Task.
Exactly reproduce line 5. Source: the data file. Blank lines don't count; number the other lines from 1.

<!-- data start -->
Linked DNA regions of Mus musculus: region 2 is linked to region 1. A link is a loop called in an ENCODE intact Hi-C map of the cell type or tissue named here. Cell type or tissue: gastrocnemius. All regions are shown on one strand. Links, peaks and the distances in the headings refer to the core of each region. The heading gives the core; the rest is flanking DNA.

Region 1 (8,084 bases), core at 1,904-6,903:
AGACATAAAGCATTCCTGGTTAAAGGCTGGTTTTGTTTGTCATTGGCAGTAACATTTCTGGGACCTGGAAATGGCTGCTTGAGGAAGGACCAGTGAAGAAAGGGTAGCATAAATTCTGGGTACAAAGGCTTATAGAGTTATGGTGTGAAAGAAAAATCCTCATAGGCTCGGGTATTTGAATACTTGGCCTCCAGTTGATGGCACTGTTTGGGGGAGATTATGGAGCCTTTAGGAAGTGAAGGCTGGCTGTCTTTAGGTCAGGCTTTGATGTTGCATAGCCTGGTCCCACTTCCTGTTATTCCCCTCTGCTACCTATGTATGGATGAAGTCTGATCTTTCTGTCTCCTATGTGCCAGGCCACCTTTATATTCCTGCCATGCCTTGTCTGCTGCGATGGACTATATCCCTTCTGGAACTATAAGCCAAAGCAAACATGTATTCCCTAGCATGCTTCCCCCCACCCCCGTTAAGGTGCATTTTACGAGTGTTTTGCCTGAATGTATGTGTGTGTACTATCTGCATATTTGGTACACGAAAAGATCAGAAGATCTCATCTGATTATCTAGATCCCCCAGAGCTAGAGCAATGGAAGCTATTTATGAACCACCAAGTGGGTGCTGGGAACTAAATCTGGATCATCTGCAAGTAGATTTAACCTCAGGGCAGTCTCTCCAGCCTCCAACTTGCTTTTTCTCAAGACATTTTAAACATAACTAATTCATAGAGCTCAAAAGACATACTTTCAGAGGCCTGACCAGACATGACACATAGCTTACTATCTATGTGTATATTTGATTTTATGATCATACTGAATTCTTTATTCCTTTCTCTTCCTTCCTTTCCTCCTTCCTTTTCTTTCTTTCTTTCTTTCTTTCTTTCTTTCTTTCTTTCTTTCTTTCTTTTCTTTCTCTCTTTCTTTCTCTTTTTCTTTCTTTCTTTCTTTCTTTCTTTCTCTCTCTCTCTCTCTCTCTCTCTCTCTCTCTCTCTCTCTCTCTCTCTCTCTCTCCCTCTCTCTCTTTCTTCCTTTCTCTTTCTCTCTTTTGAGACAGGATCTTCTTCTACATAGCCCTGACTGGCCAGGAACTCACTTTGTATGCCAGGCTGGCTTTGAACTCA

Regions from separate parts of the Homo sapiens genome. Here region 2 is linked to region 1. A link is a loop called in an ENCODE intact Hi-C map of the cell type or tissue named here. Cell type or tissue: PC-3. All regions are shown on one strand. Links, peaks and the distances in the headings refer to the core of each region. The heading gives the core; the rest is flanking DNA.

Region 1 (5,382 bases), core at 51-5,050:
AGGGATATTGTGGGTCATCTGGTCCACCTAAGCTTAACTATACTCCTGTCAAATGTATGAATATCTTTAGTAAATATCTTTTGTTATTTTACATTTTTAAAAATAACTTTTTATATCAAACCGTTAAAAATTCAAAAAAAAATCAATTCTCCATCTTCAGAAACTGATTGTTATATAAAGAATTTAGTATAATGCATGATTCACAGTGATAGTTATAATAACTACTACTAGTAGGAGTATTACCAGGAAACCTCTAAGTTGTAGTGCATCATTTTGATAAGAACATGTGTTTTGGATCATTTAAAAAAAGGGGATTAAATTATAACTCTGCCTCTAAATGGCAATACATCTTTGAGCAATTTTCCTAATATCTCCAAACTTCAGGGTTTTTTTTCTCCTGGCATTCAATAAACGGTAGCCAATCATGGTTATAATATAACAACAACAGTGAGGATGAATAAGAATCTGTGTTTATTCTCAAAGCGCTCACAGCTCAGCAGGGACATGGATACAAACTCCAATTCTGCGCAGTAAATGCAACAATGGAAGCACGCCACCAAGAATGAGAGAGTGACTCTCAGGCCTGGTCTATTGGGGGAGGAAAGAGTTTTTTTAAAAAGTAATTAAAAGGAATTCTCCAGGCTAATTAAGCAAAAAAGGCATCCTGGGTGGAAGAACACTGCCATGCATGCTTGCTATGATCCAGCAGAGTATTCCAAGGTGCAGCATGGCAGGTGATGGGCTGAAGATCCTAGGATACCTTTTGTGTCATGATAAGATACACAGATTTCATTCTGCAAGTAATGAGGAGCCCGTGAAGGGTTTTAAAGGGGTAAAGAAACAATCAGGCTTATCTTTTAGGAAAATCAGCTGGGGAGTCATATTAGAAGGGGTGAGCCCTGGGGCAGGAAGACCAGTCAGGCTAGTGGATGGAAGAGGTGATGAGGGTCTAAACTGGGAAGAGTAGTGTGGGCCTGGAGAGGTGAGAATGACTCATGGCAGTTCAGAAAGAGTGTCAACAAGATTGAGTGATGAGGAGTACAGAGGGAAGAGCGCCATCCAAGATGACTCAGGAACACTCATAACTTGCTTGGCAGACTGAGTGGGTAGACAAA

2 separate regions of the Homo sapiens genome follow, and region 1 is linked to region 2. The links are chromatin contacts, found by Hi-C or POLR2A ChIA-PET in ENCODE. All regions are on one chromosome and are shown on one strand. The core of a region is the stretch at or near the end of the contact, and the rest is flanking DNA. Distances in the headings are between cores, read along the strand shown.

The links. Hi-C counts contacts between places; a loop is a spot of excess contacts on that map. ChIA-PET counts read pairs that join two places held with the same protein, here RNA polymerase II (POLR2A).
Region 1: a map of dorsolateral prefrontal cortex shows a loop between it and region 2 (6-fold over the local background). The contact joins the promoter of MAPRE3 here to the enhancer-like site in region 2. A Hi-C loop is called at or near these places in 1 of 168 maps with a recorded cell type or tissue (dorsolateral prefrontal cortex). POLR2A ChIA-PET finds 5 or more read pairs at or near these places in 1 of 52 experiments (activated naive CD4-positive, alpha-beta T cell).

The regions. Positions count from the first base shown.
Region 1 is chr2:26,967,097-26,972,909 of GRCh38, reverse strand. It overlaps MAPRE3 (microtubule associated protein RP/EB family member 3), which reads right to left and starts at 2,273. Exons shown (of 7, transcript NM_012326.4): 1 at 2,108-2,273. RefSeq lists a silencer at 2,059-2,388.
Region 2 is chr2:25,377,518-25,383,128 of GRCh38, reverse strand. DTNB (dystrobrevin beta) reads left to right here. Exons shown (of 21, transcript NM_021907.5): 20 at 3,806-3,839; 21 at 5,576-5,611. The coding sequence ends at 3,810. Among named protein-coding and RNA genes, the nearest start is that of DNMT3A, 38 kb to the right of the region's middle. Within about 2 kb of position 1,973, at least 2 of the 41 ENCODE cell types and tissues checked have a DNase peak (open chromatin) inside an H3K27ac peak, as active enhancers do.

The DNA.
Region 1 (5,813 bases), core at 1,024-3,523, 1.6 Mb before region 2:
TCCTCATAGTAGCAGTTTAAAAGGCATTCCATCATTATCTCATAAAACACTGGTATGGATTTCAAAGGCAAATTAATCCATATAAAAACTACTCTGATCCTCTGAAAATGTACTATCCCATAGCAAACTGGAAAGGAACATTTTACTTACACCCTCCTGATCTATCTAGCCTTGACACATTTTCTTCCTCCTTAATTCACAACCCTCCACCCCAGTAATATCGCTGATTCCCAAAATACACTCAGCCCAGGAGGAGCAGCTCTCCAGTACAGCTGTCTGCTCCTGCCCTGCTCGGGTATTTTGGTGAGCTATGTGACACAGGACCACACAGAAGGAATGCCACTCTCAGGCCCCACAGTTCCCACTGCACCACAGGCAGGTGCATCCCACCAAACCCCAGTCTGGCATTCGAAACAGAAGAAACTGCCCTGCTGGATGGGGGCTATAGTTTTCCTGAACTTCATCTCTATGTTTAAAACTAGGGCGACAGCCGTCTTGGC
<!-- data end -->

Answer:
Region 1 (5,382 bases), core at 51-5,050: